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Meet the Oscars class of 2014: Bono, Christian Bale, Pharrell, Jared Leto and more

Meet the Oscars class of 2014: Bono, Christian Bale, Pharrell, Jared Leto and more

Class photo and more at the Oscars luncheon

Monday brought yet another Oscars nominee luncheon and, more importantly, a class photo of the nominees for the 86th Academy Awards. 

While a number of famous faces including Jennifer Lawrence, Judi Dench, Michael Fassbender and Chiwetel Ejiofor were unavailable to attend the soiree still attracted a who's who of Hollywood star power. Leonardo DiCaprio, Meryl Streep, Christian Bale, Matthew McConaughey, Sandra Bullock, Bradley Cooper, Amy Adams and more had fun talking to their idols and peers at the annual Beverly Hilton bash.  Oh, and some famous musical faces showed up too including this year's Grammy king Pharrell Williams and the one and only Bono.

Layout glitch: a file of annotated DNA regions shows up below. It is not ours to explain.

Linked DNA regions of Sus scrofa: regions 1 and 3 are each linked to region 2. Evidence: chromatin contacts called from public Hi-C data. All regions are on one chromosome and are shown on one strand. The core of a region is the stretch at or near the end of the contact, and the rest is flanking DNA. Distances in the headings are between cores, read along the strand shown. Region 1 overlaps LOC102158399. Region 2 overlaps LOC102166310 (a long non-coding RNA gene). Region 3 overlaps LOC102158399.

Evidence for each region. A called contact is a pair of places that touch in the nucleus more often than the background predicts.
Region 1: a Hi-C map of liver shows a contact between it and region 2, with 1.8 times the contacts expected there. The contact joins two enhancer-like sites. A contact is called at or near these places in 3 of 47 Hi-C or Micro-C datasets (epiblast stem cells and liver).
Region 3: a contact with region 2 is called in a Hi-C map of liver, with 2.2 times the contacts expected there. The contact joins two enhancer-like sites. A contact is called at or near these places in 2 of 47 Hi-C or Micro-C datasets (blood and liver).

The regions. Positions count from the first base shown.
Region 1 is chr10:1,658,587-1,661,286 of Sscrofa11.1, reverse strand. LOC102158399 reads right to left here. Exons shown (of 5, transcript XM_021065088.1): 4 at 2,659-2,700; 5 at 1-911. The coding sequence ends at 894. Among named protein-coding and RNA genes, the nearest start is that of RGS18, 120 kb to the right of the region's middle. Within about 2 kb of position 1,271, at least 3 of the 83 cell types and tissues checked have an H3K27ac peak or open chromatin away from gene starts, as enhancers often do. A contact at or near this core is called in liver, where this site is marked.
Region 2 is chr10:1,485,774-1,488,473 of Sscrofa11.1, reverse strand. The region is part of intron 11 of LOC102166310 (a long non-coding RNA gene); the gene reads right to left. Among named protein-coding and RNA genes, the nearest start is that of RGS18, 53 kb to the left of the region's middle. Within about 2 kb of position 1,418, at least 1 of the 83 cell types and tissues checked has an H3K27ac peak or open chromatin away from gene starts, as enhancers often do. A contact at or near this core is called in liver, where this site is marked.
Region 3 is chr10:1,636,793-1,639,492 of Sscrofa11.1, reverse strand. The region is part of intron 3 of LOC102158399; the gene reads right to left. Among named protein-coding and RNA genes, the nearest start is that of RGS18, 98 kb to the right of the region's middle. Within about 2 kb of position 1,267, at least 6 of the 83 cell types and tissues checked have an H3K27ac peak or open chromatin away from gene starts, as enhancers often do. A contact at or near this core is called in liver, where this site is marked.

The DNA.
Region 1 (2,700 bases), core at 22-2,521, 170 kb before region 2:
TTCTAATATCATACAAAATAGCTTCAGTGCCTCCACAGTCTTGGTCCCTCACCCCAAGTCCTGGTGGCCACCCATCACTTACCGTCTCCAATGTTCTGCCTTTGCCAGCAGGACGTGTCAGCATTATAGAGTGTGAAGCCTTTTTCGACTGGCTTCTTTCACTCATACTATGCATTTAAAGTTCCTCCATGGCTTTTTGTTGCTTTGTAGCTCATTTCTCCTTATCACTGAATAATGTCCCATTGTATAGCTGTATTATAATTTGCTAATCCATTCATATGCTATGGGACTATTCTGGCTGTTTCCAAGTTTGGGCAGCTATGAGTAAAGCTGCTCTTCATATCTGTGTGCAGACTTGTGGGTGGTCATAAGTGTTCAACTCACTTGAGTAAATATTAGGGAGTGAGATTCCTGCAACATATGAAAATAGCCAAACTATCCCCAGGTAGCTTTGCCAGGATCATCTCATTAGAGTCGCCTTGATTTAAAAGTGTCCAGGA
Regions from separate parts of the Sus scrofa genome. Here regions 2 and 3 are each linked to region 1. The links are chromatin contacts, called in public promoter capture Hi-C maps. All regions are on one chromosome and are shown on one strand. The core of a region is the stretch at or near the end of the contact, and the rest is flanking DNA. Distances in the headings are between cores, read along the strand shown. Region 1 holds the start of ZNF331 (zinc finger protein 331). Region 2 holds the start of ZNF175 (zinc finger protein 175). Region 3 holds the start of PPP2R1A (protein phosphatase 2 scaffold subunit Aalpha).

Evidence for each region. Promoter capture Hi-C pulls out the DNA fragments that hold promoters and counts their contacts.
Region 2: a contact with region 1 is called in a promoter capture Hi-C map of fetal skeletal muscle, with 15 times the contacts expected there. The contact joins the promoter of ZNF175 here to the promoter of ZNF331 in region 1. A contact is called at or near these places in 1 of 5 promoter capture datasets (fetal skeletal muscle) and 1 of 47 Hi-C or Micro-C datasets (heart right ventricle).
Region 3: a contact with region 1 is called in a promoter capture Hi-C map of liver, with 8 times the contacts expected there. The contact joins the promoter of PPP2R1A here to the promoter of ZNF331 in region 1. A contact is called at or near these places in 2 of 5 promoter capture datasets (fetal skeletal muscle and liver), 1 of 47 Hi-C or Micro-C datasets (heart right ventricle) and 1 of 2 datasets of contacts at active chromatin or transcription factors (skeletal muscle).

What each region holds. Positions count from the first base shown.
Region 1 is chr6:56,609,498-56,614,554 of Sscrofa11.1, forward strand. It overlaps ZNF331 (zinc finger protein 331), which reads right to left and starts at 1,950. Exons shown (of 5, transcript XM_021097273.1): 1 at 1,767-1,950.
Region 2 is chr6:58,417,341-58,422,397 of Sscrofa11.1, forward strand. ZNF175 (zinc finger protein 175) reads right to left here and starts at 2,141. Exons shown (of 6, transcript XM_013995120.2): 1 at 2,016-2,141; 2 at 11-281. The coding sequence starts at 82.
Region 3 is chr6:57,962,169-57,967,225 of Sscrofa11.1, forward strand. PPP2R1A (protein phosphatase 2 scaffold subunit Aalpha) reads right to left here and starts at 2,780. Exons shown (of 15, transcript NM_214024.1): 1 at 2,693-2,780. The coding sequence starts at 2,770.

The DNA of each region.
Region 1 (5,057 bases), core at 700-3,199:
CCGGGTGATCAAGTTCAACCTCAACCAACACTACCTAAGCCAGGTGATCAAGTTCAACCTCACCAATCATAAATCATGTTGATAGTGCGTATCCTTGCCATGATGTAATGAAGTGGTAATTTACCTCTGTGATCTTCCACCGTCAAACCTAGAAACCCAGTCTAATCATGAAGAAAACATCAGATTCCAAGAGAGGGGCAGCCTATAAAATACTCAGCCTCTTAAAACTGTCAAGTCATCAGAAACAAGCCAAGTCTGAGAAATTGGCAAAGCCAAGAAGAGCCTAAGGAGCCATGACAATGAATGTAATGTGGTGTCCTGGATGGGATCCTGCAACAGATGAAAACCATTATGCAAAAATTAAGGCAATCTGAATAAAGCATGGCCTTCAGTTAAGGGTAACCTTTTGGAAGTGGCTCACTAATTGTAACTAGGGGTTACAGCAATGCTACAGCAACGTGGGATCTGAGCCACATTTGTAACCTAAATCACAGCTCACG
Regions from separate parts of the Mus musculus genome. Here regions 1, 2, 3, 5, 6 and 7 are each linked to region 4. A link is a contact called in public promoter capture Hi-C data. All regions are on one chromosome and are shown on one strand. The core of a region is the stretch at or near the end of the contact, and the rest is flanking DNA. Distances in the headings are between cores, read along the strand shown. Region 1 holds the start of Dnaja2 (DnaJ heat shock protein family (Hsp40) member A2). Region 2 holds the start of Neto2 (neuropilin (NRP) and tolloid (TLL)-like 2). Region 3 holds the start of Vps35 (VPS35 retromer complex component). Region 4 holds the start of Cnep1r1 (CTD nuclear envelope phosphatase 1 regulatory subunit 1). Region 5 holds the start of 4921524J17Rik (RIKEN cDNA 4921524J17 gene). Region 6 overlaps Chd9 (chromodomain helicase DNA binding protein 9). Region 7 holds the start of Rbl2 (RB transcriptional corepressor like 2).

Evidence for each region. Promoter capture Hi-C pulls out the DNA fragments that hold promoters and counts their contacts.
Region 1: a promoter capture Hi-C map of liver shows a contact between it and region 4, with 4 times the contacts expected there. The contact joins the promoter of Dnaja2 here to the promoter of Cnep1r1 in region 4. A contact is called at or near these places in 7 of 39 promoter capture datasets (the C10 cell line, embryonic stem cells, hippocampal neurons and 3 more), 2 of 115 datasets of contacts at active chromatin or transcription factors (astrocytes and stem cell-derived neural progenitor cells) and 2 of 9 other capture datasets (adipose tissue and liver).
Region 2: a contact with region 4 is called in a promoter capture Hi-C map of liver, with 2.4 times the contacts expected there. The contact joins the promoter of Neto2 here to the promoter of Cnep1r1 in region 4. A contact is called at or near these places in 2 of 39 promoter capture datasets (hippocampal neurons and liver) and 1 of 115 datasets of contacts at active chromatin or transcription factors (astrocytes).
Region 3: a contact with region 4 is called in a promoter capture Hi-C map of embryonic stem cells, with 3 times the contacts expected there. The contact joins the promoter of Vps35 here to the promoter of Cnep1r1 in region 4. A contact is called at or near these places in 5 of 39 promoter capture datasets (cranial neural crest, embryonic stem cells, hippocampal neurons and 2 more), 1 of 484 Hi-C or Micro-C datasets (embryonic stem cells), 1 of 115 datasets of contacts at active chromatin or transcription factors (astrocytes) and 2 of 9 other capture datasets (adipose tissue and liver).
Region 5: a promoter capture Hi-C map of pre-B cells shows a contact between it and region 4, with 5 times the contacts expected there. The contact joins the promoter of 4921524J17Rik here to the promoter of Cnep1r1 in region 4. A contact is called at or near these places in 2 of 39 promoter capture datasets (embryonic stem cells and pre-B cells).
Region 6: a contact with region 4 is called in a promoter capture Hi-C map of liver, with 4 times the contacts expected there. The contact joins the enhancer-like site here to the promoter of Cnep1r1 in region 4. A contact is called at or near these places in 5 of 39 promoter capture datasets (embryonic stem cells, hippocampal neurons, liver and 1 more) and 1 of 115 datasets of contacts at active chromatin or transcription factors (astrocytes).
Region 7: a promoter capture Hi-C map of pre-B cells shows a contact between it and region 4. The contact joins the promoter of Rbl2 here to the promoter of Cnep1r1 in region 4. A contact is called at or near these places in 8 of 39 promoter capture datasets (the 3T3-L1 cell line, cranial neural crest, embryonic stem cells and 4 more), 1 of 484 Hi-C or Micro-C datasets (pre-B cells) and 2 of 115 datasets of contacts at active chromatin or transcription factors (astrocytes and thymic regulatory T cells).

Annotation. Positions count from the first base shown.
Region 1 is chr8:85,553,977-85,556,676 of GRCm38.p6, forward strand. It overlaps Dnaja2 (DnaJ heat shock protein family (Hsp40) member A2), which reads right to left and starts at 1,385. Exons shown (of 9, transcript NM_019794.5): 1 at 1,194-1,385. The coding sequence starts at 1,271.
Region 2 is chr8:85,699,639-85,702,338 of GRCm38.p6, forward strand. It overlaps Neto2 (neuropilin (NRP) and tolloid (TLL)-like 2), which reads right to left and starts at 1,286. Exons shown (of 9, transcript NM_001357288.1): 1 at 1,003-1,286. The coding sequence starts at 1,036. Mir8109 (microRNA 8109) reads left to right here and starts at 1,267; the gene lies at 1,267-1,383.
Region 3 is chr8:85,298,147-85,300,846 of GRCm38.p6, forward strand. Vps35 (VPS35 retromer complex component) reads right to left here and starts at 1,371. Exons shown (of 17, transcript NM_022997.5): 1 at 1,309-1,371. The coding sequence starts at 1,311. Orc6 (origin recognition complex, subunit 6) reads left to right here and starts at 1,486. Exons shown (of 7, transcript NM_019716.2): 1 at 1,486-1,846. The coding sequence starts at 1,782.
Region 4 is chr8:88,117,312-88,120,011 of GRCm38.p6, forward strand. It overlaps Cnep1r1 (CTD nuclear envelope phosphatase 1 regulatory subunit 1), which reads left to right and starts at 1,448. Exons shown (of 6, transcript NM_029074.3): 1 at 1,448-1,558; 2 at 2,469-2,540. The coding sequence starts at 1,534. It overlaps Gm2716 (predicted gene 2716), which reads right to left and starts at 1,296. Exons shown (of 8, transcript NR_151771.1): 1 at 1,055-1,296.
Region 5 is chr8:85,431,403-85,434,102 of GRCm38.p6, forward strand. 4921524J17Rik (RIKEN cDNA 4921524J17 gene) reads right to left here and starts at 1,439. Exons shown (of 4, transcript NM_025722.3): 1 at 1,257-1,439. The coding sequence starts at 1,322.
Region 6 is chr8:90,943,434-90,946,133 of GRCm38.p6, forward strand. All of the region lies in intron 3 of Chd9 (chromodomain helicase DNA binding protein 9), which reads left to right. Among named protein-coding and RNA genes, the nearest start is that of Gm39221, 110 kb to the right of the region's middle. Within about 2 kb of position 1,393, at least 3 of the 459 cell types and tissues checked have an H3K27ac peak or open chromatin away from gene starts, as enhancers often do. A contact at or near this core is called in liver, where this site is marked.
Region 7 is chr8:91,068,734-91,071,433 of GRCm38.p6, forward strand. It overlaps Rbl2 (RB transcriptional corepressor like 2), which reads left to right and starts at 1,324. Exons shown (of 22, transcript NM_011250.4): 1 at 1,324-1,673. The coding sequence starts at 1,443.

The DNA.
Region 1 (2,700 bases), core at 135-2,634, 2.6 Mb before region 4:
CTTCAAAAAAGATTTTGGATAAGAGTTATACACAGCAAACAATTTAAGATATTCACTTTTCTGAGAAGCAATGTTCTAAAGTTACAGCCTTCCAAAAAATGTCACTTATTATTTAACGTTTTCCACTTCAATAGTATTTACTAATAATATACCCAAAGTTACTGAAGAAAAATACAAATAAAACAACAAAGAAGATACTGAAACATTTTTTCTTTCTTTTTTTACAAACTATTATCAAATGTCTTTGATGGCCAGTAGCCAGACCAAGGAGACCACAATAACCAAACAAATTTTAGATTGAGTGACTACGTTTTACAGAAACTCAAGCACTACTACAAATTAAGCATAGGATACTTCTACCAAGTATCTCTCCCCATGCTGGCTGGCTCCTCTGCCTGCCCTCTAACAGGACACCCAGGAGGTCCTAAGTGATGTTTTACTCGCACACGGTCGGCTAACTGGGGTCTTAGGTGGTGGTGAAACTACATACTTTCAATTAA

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<p>Nominees Pharrell and Sandra Bullock during a very dark Oscars luncheon.</p>

Nominees Pharrell and Sandra Bullock during a very dark Oscars luncheon.

Credit: AP Photo/Jordan Strauss

Leonardo DiCaprio, Sandra Bullock, Cate Blanchett share their joy at Oscars luncheon

Plus: Jonah Hill, Matthew McConaughey, Amy Adams, Bradley Cooper and more